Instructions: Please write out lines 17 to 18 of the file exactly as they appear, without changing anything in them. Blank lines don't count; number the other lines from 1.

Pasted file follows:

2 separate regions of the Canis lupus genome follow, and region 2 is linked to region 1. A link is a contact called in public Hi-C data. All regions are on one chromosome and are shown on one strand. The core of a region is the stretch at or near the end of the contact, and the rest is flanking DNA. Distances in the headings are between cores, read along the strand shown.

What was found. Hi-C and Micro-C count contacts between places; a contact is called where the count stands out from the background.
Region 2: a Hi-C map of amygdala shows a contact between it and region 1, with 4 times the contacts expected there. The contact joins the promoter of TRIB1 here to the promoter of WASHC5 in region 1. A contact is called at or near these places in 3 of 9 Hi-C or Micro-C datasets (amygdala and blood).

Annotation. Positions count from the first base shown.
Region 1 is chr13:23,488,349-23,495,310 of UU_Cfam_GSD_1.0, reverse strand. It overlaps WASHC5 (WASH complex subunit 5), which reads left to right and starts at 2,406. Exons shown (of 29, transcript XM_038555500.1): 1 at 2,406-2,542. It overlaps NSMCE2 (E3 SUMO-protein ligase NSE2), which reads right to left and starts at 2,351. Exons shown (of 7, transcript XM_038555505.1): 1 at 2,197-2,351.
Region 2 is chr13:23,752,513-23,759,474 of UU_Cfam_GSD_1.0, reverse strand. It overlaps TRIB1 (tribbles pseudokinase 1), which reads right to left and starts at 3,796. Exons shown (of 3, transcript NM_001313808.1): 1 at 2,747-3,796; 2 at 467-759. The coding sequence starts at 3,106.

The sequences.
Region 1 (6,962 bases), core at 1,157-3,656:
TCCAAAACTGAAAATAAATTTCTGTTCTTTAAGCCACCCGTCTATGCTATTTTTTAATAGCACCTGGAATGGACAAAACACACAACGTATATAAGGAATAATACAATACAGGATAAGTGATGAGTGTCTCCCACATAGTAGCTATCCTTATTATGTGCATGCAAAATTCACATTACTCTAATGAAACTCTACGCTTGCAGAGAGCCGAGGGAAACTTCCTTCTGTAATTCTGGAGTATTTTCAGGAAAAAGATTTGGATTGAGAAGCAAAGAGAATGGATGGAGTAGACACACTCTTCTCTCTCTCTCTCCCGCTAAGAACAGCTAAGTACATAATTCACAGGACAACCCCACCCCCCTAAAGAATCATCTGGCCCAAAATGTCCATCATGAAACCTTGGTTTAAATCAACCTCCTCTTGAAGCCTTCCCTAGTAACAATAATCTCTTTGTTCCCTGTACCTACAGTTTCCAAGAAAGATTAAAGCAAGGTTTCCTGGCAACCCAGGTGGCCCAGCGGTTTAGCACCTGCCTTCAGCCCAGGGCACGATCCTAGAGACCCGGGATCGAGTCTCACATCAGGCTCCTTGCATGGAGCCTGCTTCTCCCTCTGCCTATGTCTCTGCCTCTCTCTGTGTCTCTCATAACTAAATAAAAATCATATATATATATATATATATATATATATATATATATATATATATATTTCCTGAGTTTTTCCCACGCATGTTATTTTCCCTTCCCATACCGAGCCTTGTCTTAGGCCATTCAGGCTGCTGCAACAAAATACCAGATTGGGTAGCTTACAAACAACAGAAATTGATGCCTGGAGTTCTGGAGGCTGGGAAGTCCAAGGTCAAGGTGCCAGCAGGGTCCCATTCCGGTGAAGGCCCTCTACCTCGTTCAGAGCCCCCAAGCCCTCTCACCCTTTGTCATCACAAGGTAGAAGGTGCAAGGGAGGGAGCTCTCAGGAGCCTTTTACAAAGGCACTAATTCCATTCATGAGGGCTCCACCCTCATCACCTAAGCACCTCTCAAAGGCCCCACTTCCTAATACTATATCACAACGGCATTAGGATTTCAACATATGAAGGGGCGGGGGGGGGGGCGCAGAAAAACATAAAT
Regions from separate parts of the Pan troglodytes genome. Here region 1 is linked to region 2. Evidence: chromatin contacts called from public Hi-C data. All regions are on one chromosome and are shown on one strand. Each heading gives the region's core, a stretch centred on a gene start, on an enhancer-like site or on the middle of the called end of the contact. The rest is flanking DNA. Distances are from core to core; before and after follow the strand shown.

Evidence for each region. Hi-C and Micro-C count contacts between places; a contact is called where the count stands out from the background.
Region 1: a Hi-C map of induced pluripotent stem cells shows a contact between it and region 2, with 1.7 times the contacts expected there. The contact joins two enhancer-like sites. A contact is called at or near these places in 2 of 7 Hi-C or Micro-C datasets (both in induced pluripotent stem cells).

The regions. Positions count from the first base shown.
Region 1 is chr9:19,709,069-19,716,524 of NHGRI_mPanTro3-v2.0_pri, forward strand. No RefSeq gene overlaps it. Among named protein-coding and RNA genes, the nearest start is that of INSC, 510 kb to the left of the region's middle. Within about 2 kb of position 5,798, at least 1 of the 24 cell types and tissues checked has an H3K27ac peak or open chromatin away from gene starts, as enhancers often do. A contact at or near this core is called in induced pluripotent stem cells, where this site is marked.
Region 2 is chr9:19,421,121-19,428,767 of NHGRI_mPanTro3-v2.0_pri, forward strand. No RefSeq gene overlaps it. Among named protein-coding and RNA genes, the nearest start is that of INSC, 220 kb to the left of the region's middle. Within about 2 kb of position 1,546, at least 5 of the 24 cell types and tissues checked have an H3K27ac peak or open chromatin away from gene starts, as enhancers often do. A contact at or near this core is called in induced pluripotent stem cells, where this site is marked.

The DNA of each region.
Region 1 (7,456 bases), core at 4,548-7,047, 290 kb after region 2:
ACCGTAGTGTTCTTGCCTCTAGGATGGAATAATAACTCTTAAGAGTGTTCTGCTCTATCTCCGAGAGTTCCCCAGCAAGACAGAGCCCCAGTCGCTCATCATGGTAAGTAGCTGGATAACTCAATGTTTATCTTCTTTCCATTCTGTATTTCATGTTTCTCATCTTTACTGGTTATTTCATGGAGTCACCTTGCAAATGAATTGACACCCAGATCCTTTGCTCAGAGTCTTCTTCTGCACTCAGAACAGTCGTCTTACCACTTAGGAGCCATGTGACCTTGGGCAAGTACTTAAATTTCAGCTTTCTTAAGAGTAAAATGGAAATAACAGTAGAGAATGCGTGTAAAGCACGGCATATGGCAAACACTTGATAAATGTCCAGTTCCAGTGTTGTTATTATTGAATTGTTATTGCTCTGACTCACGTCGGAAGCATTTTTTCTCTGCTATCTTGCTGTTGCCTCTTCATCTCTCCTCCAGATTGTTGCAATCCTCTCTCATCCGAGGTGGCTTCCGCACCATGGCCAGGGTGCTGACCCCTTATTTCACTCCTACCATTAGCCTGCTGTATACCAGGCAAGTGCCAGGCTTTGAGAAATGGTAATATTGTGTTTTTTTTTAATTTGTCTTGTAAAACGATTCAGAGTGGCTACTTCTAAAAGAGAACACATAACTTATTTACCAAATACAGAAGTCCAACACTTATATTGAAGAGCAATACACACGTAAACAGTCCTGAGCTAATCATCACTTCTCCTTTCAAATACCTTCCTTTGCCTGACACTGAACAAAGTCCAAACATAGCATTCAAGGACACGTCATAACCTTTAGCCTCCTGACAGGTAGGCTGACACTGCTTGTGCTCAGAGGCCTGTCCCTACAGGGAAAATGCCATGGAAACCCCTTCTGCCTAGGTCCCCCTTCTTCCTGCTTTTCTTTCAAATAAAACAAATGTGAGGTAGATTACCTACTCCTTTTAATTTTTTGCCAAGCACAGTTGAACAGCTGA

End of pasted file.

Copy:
Region 1 (7,456 bases), core at 4,548-7,047, 290 kb after region 2:
ACCGTAGTGTTCTTGCCTCTAGGATGGAATAATAACTCTTAAGAGTGTTCTGCTCTATCTCCGAGAGTTCCCCAGCAAGACAGAGCCCCAGTCGCTCATCATGGTAAGTAGCTGGATAACTCAATGTTTATCTTCTTTCCATTCTGTATTTCATGTTTCTCATCTTTACTGGTTATTTCATGGAGTCACCTTGCAAATGAATTGACACCCAGATCCTTTGCTCAGAGTCTTCTTCTGCACTCAGAACAGTCGTCTTACCACTTAGGAGCCATGTGACCTTGGGCAAGTACTTAAATTTCAGCTTTCTTAAGAGTAAAATGGAAATAACAGTAGAGAATGCGTGTAAAGCACGGCATATGGCAAACACTTGATAAATGTCCAGTTCCAGTGTTGTTATTATTGAATTGTTATTGCTCTGACTCACGTCGGAAGCATTTTTTCTCTGCTATCTTGCTGTTGCCTCTTCATCTCTCCTCCAGATTGTTGCAATCCTCTCTCATCCGAGGTGGCTTCCGCACCATGGCCAGGGTGCTGACCCCTTATTTCACTCCTACCATTAGCCTGCTGTATACCAGGCAAGTGCCAGGCTTTGAGAAATGGTAATATTGTGTTTTTTTTTAATTTGTCTTGTAAAACGATTCAGAGTGGCTACTTCTAAAAGAGAACACATAACTTATTTACCAAATACAGAAGTCCAACACTTATATTGAAGAGCAATACACACGTAAACAGTCCTGAGCTAATCATCACTTCTCCTTTCAAATACCTTCCTTTGCCTGACACTGAACAAAGTCCAAACATAGCATTCAAGGACACGTCATAACCTTTAGCCTCCTGACAGGTAGGCTGACACTGCTTGTGCTCAGAGGCCTGTCCCTACAGGGAAAATGCCATGGAAACCCCTTCTGCCTAGGTCCCCCTTCTTCCTGCTTTTCTTTCAAATAAAACAAATGTGAGGTAGATTACCTACTCCTTTTAATTTTTTGCCAAGCACAGTTGAACAGCTGA